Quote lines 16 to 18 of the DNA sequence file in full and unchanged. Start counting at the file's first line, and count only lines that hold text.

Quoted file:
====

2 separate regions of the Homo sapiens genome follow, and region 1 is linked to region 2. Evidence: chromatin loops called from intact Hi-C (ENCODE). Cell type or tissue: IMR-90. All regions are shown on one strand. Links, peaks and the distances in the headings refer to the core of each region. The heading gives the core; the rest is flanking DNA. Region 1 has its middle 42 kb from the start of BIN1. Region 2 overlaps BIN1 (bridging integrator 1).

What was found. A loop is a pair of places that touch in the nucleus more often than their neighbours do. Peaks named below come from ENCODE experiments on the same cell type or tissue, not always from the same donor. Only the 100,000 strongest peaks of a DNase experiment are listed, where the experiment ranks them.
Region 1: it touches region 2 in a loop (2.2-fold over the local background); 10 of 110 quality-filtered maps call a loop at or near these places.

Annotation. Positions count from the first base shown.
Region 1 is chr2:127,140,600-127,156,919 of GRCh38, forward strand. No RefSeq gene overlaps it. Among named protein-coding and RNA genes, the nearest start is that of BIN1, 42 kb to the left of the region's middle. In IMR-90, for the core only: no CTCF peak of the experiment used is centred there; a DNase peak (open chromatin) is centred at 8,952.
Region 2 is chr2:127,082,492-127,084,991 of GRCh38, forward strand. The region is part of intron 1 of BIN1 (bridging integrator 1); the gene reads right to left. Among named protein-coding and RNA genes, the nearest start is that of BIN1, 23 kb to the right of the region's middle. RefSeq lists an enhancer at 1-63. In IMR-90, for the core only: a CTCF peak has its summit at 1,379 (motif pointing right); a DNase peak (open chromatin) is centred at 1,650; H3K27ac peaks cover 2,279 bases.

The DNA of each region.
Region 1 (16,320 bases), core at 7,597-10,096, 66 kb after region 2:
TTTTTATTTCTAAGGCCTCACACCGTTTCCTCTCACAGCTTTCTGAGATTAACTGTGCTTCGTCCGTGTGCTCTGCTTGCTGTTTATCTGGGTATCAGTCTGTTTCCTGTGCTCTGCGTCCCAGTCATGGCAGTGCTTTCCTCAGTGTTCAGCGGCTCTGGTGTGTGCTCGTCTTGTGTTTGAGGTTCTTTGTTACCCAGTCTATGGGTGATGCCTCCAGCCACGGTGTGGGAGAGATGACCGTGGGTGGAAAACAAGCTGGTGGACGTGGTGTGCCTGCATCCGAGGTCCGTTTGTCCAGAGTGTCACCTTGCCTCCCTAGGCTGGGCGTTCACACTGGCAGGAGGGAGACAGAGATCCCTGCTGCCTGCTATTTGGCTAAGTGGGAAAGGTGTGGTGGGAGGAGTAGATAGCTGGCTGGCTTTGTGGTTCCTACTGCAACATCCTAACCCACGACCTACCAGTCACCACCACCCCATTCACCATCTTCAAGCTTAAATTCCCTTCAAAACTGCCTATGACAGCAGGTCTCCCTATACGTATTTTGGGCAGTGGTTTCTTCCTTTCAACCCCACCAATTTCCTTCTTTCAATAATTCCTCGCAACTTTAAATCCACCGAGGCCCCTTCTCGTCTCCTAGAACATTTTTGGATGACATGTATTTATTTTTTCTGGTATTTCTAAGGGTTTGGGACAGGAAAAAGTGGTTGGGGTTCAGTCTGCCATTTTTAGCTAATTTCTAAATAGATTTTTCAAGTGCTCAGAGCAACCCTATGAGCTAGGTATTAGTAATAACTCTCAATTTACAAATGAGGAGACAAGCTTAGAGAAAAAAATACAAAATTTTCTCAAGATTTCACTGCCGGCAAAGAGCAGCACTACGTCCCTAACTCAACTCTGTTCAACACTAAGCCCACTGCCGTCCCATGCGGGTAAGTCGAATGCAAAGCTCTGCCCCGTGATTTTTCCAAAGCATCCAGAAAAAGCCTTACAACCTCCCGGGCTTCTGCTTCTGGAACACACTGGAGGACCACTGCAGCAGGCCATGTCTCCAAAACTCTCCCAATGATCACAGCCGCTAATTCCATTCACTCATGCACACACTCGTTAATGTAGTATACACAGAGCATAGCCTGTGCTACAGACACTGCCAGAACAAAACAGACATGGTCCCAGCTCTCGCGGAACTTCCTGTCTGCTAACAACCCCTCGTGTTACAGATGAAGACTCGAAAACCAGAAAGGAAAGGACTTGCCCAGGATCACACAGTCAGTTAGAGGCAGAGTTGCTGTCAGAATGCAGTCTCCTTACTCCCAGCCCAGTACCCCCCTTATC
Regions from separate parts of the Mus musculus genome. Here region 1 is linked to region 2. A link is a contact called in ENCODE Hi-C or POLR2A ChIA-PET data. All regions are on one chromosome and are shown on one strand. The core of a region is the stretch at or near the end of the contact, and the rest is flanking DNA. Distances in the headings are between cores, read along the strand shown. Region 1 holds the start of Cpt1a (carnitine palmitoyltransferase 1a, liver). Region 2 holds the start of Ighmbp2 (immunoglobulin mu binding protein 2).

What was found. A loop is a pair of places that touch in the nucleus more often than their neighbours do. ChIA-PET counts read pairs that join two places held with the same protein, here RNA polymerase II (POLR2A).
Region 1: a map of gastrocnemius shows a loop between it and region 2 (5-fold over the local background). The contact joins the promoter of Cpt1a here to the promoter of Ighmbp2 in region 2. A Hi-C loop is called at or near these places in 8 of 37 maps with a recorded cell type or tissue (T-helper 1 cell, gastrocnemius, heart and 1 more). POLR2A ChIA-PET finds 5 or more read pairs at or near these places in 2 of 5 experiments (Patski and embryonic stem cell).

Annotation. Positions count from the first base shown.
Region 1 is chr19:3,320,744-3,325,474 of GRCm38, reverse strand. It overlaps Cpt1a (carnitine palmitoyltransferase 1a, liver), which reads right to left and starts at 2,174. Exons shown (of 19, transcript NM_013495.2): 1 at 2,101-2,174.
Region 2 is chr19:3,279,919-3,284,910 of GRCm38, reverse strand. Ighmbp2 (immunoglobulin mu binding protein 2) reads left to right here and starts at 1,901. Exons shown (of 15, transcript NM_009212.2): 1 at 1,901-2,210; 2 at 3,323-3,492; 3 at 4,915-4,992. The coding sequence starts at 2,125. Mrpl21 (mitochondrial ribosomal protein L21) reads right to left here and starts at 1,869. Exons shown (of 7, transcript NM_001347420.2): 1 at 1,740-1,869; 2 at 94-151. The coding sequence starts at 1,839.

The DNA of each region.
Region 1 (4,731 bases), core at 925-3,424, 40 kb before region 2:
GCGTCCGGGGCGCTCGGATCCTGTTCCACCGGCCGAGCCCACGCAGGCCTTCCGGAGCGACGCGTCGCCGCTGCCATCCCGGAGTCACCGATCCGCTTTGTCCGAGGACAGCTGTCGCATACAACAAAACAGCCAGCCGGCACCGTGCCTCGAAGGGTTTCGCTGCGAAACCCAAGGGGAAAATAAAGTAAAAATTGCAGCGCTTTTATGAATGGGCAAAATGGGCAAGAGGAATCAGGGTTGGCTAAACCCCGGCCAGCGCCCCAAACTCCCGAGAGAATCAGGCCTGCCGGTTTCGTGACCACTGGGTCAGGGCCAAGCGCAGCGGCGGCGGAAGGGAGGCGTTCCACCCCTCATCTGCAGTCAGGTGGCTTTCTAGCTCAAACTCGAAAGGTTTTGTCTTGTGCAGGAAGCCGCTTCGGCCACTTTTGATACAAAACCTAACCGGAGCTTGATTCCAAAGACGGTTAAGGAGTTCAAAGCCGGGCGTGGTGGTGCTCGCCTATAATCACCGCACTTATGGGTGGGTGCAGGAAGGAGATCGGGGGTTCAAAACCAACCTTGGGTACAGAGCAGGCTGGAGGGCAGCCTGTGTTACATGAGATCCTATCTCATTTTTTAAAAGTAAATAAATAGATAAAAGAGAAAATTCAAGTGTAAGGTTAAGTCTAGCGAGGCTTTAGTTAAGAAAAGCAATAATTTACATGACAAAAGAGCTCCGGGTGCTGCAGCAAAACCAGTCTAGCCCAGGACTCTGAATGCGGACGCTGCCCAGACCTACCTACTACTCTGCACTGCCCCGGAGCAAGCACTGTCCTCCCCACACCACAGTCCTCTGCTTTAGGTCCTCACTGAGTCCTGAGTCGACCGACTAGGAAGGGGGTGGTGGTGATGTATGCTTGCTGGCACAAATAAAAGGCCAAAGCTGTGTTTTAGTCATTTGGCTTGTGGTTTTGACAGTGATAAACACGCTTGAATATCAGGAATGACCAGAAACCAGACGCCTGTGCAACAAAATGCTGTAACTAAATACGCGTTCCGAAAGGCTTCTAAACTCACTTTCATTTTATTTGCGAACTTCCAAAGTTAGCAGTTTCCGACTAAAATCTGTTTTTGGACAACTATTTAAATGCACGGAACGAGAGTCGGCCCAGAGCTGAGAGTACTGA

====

The DNA of each region.
Region 1 (4,731 bases), core at 925-3,424, 40 kb before region 2:
GCGTCCGGGGCGCTCGGATCCTGTTCCACCGGCCGAGCCCACGCAGGCCTTCCGGAGCGACGCGTCGCCGCTGCCATCCCGGAGTCACCGATCCGCTTTGTCCGAGGACAGCTGTCGCATACAACAAAACAGCCAGCCGGCACCGTGCCTCGAAGGGTTTCGCTGCGAAACCCAAGGGGAAAATAAAGTAAAAATTGCAGCGCTTTTATGAATGGGCAAAATGGGCAAGAGGAATCAGGGTTGGCTAAACCCCGGCCAGCGCCCCAAACTCCCGAGAGAATCAGGCCTGCCGGTTTCGTGACCACTGGGTCAGGGCCAAGCGCAGCGGCGGCGGAAGGGAGGCGTTCCACCCCTCATCTGCAGTCAGGTGGCTTTCTAGCTCAAACTCGAAAGGTTTTGTCTTGTGCAGGAAGCCGCTTCGGCCACTTTTGATACAAAACCTAACCGGAGCTTGATTCCAAAGACGGTTAAGGAGTTCAAAGCCGGGCGTGGTGGTGCTCGCCTATAATCACCGCACTTATGGGTGGGTGCAGGAAGGAGATCGGGGGTTCAAAACCAACCTTGGGTACAGAGCAGGCTGGAGGGCAGCCTGTGTTACATGAGATCCTATCTCATTTTTTAAAAGTAAATAAATAGATAAAAGAGAAAATTCAAGTGTAAGGTTAAGTCTAGCGAGGCTTTAGTTAAGAAAAGCAATAATTTACATGACAAAAGAGCTCCGGGTGCTGCAGCAAAACCAGTCTAGCCCAGGACTCTGAATGCGGACGCTGCCCAGACCTACCTACTACTCTGCACTGCCCCGGAGCAAGCACTGTCCTCCCCACACCACAGTCCTCTGCTTTAGGTCCTCACTGAGTCCTGAGTCGACCGACTAGGAAGGGGGTGGTGGTGATGTATGCTTGCTGGCACAAATAAAAGGCCAAAGCTGTGTTTTAGTCATTTGGCTTGTGGTTTTGACAGTGATAAACACGCTTGAATATCAGGAATGACCAGAAACCAGACGCCTGTGCAACAAAATGCTGTAACTAAATACGCGTTCCGAAAGGCTTCTAAACTCACTTTCATTTTATTTGCGAACTTCCAAAGTTAGCAGTTTCCGACTAAAATCTGTTTTTGGACAACTATTTAAATGCACGGAACGAGAGTCGGCCCAGAGCTGAGAGTACTGA